INTERNATIONAL guarantees must be established to make sure that Jerusalem is protected as a city sacred to Jews, Christians and Muslims, urged Pope John Paul in an apostolic letter to all Catholics, dated Good Friday.
The letter coincided with collections in churches for the upkeep of the Holy Places. In its brief span of 1,300 words, the letter insisted that Jews in Israel have the right to "their desired safety and to the just tranquility which is the prerogative of every nation."
But by the same token, he said: "The Palestinian people who have historical origins in that region and Who have lived as nomads for decades have a natural right, based on justice to acquire a homeland and to live there in harmony and tranquility with the other peoples of the "same region".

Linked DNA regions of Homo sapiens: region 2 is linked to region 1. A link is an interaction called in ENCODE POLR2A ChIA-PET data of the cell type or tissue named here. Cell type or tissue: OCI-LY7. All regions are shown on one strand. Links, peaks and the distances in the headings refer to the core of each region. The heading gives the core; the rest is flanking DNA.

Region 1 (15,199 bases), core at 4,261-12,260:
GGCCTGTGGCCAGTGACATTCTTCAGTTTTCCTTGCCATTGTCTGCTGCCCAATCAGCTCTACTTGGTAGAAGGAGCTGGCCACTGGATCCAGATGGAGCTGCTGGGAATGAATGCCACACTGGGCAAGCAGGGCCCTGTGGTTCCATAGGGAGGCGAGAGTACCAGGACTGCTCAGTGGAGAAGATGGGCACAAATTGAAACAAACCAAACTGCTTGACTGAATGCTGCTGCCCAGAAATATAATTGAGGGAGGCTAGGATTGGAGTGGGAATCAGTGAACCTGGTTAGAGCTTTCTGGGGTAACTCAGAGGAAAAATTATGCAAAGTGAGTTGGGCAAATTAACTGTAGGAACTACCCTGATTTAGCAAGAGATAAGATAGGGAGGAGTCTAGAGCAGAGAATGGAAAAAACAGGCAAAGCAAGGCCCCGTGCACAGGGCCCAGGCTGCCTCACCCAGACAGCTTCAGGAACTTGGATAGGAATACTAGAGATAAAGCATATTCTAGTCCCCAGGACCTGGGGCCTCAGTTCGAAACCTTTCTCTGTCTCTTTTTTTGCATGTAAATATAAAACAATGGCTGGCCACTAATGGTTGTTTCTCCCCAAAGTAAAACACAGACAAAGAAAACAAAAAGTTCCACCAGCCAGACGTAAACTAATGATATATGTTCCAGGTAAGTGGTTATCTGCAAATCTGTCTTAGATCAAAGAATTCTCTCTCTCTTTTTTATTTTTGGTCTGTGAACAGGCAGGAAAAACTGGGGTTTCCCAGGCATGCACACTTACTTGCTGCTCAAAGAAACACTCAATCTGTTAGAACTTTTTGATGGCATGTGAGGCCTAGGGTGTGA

The Pope said he would have liked to visit Jerusalem during the Holy Year, which ended on Easter Sunday.
The Vatican has leant towards an international solution to the status of Jerusalem since Israel declared it a united city under its own occupation since 1980. The Pope expressed his disagreement with the Israeli attitude when he met Mr Yitzhak Shamir, then its Foreign Minister and now its Prime Minister, in 1982.
In his turn, Mr Shamir had stressed the preservation of freedom of access to the Holy Places favoured by the Israeli government.